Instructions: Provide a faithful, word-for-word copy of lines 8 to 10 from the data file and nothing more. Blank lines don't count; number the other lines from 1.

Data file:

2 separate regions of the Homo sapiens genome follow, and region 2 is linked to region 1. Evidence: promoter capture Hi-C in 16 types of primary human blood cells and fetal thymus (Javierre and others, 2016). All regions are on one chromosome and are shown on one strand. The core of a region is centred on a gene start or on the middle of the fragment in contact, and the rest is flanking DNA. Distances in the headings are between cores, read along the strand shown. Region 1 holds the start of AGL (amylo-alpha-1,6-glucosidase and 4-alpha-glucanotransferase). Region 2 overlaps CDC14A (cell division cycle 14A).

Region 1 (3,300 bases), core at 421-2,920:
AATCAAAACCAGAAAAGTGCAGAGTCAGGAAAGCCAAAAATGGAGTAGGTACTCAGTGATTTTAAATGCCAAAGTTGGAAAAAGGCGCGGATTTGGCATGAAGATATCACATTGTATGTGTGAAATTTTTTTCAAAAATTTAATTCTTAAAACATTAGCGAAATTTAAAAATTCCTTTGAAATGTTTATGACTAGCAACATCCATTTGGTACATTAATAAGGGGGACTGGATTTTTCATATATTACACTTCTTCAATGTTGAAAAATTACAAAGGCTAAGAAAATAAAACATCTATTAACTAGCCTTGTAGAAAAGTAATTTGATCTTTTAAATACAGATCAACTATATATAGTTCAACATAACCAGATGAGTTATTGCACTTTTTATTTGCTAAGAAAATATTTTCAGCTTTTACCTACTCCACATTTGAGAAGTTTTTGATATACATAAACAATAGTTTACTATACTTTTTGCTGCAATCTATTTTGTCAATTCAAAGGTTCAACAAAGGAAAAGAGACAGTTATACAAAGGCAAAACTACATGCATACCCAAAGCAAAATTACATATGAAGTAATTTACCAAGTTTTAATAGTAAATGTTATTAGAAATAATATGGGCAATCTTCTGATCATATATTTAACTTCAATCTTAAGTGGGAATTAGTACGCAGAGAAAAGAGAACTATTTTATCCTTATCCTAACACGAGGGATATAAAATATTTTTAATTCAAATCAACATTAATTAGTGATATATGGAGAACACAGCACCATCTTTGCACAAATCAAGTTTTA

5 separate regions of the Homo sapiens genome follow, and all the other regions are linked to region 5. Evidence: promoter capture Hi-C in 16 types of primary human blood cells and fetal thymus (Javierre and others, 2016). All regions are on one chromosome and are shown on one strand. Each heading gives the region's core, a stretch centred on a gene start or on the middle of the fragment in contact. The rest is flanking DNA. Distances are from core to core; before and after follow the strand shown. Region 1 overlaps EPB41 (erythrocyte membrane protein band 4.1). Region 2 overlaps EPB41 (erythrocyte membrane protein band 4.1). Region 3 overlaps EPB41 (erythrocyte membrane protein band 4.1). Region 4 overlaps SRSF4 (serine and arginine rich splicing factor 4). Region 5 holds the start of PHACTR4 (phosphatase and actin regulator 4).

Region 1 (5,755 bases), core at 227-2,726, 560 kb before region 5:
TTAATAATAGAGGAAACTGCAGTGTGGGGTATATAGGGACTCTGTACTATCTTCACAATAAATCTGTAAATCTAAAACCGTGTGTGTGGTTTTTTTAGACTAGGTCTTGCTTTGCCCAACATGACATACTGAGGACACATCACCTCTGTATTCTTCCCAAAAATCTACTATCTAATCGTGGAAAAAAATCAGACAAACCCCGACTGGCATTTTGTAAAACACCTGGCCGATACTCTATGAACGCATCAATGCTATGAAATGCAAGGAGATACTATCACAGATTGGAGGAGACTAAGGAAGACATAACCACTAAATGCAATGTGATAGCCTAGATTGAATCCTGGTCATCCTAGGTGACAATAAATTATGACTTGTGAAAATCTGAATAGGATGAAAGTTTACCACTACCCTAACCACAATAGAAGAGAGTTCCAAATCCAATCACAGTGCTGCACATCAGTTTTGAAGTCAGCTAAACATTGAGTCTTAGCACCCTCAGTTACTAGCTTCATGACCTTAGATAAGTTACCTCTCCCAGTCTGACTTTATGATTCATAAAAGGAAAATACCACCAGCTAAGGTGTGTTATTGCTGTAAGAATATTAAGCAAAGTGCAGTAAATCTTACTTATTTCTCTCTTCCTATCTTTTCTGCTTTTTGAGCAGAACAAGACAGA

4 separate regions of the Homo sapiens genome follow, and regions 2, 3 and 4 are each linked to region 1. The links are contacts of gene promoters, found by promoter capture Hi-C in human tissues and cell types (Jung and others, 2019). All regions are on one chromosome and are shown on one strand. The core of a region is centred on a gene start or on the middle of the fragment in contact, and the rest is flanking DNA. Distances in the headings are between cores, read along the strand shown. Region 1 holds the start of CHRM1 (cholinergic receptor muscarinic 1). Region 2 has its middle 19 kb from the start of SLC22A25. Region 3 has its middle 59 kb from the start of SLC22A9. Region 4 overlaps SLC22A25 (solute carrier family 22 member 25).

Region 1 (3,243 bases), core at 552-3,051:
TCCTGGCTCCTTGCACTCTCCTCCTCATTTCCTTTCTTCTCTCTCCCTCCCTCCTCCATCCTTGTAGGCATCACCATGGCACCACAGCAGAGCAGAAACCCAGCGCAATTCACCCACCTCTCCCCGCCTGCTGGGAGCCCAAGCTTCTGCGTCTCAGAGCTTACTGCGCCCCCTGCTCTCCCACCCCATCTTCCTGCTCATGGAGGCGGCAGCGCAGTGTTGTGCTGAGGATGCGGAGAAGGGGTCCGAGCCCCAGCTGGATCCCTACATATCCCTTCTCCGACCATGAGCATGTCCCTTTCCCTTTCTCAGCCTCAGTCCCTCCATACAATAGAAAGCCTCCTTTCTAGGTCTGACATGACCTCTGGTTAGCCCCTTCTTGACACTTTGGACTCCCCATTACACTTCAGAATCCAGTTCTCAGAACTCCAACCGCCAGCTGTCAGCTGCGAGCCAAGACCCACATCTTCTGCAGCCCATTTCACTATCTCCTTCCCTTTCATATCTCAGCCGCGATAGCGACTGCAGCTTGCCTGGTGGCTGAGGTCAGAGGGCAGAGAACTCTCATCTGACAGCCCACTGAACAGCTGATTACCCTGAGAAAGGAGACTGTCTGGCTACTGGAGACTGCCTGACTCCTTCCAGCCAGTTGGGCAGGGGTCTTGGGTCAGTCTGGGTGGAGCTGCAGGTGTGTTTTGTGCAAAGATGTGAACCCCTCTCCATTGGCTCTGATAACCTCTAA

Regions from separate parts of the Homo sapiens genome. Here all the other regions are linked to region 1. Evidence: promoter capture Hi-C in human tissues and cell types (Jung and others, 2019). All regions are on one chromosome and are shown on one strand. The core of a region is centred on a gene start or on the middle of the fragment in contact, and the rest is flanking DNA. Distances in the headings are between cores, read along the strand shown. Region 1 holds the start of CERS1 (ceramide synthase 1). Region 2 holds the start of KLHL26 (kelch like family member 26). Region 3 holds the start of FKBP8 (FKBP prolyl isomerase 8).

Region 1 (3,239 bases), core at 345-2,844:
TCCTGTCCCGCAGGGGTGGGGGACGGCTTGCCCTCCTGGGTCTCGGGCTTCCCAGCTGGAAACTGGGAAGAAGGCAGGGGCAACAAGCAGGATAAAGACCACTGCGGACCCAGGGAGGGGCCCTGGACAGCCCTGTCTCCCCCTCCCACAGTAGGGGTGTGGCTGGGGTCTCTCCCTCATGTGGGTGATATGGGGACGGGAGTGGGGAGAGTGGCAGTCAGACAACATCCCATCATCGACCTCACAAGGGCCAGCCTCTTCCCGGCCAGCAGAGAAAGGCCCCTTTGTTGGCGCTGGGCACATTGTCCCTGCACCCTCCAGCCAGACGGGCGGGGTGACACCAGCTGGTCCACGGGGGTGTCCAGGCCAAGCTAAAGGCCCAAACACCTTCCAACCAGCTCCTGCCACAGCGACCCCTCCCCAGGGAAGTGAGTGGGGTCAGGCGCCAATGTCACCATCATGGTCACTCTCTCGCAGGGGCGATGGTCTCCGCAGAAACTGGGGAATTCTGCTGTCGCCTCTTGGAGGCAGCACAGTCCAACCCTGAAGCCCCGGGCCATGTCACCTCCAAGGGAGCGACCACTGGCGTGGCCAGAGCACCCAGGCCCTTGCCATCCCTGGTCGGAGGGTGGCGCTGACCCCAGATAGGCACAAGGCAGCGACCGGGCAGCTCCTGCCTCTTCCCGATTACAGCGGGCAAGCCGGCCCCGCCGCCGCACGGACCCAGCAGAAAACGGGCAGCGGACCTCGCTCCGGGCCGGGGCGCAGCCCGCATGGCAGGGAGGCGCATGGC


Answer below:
Region 1 (3,243 bases), core at 552-3,051:
TCCTGGCTCCTTGCACTCTCCTCCTCATTTCCTTTCTTCTCTCTCCCTCCCTCCTCCATCCTTGTAGGCATCACCATGGCACCACAGCAGAGCAGAAACCCAGCGCAATTCACCCACCTCTCCCCGCCTGCTGGGAGCCCAAGCTTCTGCGTCTCAGAGCTTACTGCGCCCCCTGCTCTCCCACCCCATCTTCCTGCTCATGGAGGCGGCAGCGCAGTGTTGTGCTGAGGATGCGGAGAAGGGGTCCGAGCCCCAGCTGGATCCCTACATATCCCTTCTCCGACCATGAGCATGTCCCTTTCCCTTTCTCAGCCTCAGTCCCTCCATACAATAGAAAGCCTCCTTTCTAGGTCTGACATGACCTCTGGTTAGCCCCTTCTTGACACTTTGGACTCCCCATTACACTTCAGAATCCAGTTCTCAGAACTCCAACCGCCAGCTGTCAGCTGCGAGCCAAGACCCACATCTTCTGCAGCCCATTTCACTATCTCCTTCCCTTTCATATCTCAGCCGCGATAGCGACTGCAGCTTGCCTGGTGGCTGAGGTCAGAGGGCAGAGAACTCTCATCTGACAGCCCACTGAACAGCTGATTACCCTGAGAAAGGAGACTGTCTGGCTACTGGAGACTGCCTGACTCCTTCCAGCCAGTTGGGCAGGGGTCTTGGGTCAGTCTGGGTGGAGCTGCAGGTGTGTTTTGTGCAAAGATGTGAACCCCTCTCCATTGGCTCTGATAACCTCTAA

Regions from separate parts of the Homo sapiens genome. Here all the other regions are linked to region 1. Evidence: promoter capture Hi-C in human tissues and cell types (Jung and others, 2019). All regions are on one chromosome and are shown on one strand. The core of a region is centred on a gene start or on the middle of the fragment in contact, and the rest is flanking DNA. Distances in the headings are between cores, read along the strand shown. Region 1 holds the start of CERS1 (ceramide synthase 1). Region 2 holds the start of KLHL26 (kelch like family member 26). Region 3 holds the start of FKBP8 (FKBP prolyl isomerase 8).